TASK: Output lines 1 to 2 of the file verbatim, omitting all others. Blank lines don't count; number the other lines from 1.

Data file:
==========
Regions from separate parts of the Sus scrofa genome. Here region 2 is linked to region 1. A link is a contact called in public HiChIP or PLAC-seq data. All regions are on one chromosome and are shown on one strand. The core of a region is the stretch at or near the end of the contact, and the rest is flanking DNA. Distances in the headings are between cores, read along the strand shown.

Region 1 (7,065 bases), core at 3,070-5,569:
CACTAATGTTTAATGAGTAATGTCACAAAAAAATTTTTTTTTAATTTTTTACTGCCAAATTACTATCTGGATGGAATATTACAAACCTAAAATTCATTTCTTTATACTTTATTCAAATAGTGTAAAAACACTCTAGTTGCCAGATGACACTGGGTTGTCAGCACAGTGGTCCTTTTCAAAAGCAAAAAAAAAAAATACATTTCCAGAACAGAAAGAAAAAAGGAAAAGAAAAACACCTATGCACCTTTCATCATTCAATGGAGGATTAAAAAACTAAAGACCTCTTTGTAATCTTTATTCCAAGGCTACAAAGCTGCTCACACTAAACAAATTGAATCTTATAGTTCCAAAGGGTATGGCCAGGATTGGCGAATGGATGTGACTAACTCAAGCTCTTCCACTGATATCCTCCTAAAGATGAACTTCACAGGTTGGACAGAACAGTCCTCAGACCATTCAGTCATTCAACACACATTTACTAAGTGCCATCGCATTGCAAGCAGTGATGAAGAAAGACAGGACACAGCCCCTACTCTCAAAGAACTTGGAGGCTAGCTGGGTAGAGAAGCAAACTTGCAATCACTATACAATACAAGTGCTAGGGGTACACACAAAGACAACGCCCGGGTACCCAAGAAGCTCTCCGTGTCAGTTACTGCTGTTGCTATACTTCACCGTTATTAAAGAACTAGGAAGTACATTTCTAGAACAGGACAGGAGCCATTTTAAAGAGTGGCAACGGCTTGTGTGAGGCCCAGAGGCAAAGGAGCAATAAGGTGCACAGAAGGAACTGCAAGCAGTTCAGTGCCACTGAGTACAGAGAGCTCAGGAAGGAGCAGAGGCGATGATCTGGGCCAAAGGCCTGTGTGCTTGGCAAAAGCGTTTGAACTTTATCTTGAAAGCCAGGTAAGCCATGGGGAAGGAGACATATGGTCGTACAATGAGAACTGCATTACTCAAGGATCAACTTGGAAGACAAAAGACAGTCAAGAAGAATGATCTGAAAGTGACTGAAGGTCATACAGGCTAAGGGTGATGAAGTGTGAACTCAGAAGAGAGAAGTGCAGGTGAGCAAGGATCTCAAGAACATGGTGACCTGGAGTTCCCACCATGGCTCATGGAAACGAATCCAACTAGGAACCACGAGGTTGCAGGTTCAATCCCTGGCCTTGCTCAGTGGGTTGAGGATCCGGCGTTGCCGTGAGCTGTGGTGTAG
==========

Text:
Regions from separate parts of the Sus scrofa genome. Here region 2 is linked to region 1. A link is a contact called in public HiChIP or PLAC-seq data. All regions are on one chromosome and are shown on one strand. The core of a region is the stretch at or near the end of the contact, and the rest is flanking DNA. Distances in the headings are between cores, read along the strand shown.

Region 1 (7,065 bases), core at 3,070-5,569: